There’s no evidence Viktoria Marinova’s tragic death was tied to her journalistic work, but her case should not be lightly dismissed and forgotten. It is a chance to lift the curtain on some of the direst problems in her country and the region. The way media and politics interact in Bulgaria is so corrupt that at first everyone thought the inevitable had happened - a journalist was killed because of investigations. Why was this reaction so prevalent in the first days?
By Dimitar Iv. Ganev
Her death was most probably not related to her work. The brutal rape and murder of Viktoria Marinova in the small Danube city of Ruse shook the Balkan country and Europe, and started a search for the truth. For a brief moment the lights of international media were pointed toward the problems Bulgaria has accumulated in the area of freedom of expression. But when authorities revealed that Marinova appeared to be the victim of an entirely random homicide, the lights started to gradually go off. And they shouldn't. At least not so soon.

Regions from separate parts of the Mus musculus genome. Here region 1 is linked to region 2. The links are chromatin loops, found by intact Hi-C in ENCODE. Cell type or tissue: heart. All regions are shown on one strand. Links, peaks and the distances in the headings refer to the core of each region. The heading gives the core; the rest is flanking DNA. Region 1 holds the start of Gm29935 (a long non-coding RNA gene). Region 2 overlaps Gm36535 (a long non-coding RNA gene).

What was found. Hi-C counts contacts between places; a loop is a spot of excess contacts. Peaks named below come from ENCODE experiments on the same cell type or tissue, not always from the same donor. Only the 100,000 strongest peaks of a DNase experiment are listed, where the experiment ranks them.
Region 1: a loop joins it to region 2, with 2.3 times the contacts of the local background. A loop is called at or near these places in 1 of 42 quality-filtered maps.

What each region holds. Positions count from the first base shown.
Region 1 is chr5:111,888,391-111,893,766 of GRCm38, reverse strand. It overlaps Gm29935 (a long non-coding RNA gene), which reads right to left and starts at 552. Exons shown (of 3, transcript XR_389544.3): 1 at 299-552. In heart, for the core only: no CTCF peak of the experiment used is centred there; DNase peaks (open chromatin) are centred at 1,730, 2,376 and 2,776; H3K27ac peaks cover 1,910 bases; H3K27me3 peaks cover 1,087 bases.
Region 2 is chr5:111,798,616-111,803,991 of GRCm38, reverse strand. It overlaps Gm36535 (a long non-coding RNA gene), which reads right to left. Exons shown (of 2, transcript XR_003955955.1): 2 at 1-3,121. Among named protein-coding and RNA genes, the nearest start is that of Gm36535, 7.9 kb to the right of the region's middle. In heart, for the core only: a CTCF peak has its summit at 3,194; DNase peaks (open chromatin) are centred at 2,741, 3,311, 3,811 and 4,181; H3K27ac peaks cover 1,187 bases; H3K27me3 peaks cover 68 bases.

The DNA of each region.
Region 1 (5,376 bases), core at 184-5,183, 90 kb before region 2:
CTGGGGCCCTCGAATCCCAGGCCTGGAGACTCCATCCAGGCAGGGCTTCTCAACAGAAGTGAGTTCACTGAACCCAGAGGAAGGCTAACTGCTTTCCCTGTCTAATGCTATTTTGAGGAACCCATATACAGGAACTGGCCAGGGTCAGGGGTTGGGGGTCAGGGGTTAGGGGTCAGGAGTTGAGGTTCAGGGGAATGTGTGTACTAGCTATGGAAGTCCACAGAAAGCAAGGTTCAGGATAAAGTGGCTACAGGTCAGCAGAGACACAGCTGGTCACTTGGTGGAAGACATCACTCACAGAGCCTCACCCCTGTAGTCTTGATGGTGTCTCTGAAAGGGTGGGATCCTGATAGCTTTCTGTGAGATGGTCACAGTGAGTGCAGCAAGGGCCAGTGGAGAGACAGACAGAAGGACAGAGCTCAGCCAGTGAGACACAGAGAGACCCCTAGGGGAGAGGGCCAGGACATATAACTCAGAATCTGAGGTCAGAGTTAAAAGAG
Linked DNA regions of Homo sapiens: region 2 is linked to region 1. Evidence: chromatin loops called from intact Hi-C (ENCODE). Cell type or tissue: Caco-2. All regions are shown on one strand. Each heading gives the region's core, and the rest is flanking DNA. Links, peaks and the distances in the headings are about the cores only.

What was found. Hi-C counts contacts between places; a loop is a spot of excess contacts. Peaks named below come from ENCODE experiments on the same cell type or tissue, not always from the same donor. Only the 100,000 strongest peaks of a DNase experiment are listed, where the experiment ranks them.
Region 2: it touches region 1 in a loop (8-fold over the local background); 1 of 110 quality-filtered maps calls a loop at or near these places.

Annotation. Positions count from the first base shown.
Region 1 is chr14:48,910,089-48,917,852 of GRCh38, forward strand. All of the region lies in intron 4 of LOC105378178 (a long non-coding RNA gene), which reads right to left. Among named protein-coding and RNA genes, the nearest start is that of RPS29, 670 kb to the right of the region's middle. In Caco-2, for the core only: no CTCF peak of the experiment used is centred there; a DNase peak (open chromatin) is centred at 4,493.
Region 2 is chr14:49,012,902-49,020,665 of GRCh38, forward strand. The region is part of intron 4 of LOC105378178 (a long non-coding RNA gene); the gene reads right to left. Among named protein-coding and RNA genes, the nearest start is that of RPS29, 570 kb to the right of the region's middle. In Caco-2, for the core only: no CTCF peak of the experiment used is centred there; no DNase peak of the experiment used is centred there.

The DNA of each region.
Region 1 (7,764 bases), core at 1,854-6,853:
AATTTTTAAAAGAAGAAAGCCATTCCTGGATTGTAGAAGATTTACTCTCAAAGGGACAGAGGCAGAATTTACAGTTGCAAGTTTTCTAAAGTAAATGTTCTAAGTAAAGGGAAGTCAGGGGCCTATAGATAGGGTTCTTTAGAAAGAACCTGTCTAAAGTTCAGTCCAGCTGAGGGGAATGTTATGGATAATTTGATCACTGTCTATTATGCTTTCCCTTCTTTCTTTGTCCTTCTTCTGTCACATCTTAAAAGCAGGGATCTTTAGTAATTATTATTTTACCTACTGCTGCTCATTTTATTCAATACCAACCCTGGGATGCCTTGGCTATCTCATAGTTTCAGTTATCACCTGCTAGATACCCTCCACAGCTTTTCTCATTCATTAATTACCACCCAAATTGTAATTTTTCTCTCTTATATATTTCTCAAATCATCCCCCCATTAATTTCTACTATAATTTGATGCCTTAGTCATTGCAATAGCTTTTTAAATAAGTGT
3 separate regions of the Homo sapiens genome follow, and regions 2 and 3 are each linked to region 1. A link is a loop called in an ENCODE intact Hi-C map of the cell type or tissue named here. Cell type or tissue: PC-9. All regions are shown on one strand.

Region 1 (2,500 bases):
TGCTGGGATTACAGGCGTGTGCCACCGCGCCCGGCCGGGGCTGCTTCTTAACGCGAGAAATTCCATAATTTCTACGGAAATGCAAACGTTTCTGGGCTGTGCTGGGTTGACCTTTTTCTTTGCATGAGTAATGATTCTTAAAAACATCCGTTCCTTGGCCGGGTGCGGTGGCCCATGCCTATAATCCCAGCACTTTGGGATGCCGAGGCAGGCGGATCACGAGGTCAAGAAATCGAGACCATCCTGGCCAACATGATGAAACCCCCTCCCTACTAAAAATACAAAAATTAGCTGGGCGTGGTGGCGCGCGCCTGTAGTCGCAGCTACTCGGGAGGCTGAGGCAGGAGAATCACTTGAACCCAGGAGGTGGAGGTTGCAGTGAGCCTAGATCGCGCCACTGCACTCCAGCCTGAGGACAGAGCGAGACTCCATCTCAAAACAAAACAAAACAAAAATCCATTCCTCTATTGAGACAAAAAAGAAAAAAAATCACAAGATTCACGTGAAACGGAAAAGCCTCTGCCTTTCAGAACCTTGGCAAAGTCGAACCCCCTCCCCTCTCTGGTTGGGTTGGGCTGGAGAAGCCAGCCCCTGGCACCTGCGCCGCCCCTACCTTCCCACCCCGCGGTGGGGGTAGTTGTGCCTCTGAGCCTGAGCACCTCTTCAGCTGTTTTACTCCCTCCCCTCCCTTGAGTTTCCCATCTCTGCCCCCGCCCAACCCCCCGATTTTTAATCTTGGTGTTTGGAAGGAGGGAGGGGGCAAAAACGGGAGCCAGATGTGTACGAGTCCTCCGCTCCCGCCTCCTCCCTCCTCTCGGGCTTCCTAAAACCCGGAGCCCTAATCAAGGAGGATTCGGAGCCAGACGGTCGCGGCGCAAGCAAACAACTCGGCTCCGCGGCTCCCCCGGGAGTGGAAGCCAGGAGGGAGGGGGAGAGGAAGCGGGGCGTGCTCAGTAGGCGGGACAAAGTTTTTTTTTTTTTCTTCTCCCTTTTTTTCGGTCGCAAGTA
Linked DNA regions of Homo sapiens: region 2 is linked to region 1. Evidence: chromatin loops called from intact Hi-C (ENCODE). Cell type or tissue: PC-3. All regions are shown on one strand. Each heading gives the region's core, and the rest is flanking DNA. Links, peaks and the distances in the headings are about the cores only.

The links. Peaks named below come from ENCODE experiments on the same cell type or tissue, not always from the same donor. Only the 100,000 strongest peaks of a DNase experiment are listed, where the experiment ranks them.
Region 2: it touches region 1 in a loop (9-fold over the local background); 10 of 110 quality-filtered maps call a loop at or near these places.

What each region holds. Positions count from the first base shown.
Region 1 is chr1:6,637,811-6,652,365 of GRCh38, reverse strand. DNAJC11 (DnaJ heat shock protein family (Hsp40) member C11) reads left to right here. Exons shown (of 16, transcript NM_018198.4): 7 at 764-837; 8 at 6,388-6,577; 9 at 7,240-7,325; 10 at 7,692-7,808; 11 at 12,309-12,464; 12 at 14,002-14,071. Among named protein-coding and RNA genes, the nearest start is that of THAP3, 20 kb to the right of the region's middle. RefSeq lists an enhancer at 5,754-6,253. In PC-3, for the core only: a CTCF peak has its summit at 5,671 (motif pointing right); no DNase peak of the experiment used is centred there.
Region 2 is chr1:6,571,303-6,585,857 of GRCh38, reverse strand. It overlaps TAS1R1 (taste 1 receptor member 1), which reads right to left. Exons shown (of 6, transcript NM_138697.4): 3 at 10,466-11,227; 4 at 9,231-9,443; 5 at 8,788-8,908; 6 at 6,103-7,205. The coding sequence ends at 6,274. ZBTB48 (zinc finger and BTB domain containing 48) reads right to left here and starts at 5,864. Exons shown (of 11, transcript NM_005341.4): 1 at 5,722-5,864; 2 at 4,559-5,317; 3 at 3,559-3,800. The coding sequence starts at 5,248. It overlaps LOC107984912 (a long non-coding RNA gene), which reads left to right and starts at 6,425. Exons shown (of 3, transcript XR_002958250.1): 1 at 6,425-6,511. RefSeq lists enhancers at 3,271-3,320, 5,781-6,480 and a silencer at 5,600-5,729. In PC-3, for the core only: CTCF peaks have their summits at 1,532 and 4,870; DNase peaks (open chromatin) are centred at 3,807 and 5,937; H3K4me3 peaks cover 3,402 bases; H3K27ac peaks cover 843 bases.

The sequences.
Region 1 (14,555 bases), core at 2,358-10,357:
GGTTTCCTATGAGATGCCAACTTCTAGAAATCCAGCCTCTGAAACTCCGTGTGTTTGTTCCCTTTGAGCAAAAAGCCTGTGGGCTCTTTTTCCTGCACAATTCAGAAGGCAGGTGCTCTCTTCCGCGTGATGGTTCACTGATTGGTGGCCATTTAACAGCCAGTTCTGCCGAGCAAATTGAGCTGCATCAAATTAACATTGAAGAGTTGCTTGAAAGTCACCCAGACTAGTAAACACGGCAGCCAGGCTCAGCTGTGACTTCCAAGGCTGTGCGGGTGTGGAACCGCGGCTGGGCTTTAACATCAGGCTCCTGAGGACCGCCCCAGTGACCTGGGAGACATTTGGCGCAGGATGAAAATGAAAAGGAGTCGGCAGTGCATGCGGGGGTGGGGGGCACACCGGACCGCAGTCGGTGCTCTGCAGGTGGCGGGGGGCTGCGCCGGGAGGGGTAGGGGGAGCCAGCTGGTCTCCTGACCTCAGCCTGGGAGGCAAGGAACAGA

Because her case reveals, albeit indirectly, so much about Bulgaria and the democracies in Eastern Europe - from the lack of trust in institutions to the marriage of convenience between politics and media. Unlike the murder of Daphne Caruana Galizia, who died in a car explosion in Malta a year ago, and the death of Slovak journalist Ján Kuciak last February, Marinova's case bears more resemblance to the tragic death of Kim Wall. There’s no evidence that the Swedish journalist and the Bulgarian TV presenter were killed because their journalistic work threatened big interests.